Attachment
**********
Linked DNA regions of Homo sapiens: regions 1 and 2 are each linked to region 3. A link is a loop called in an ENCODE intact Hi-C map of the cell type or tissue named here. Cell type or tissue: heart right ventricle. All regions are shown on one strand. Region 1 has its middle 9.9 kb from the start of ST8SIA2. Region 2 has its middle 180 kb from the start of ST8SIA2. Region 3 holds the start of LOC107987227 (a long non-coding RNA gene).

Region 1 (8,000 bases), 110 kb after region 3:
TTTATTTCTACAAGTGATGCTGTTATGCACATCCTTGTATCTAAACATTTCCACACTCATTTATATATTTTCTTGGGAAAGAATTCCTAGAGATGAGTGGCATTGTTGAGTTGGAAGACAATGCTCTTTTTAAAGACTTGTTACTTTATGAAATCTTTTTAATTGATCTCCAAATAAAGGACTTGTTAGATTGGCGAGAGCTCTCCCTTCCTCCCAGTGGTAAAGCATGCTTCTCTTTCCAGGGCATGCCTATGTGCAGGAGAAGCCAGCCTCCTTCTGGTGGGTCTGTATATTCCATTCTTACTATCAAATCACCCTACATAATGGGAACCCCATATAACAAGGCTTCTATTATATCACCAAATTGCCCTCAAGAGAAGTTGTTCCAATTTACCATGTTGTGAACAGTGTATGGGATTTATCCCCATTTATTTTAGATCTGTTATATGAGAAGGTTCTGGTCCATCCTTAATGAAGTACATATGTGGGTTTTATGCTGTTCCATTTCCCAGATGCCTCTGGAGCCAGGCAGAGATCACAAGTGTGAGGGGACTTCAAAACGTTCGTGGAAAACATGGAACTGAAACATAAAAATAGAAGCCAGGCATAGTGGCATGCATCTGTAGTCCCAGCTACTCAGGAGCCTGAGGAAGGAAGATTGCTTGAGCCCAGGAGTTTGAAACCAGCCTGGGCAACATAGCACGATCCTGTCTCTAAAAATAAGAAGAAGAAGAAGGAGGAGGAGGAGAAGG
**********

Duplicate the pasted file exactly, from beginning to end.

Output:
Linked DNA regions of Homo sapiens: regions 1 and 2 are each linked to region 3. A link is a loop called in an ENCODE intact Hi-C map of the cell type or tissue named here. Cell type or tissue: heart right ventricle. All regions are shown on one strand. Region 1 has its middle 9.9 kb from the start of ST8SIA2. Region 2 has its middle 180 kb from the start of ST8SIA2. Region 3 holds the start of LOC107987227 (a long non-coding RNA gene).

Region 1 (8,000 bases), 110 kb after region 3:
TTTATTTCTACAAGTGATGCTGTTATGCACATCCTTGTATCTAAACATTTCCACACTCATTTATATATTTTCTTGGGAAAGAATTCCTAGAGATGAGTGGCATTGTTGAGTTGGAAGACAATGCTCTTTTTAAAGACTTGTTACTTTATGAAATCTTTTTAATTGATCTCCAAATAAAGGACTTGTTAGATTGGCGAGAGCTCTCCCTTCCTCCCAGTGGTAAAGCATGCTTCTCTTTCCAGGGCATGCCTATGTGCAGGAGAAGCCAGCCTCCTTCTGGTGGGTCTGTATATTCCATTCTTACTATCAAATCACCCTACATAATGGGAACCCCATATAACAAGGCTTCTATTATATCACCAAATTGCCCTCAAGAGAAGTTGTTCCAATTTACCATGTTGTGAACAGTGTATGGGATTTATCCCCATTTATTTTAGATCTGTTATATGAGAAGGTTCTGGTCCATCCTTAATGAAGTACATATGTGGGTTTTATGCTGTTCCATTTCCCAGATGCCTCTGGAGCCAGGCAGAGATCACAAGTGTGAGGGGACTTCAAAACGTTCGTGGAAAACATGGAACTGAAACATAAAAATAGAAGCCAGGCATAGTGGCATGCATCTGTAGTCCCAGCTACTCAGGAGCCTGAGGAAGGAAGATTGCTTGAGCCCAGGAGTTTGAAACCAGCCTGGGCAACATAGCACGATCCTGTCTCTAAAAATAAGAAGAAGAAGAAGGAGGAGGAGGAGAAGG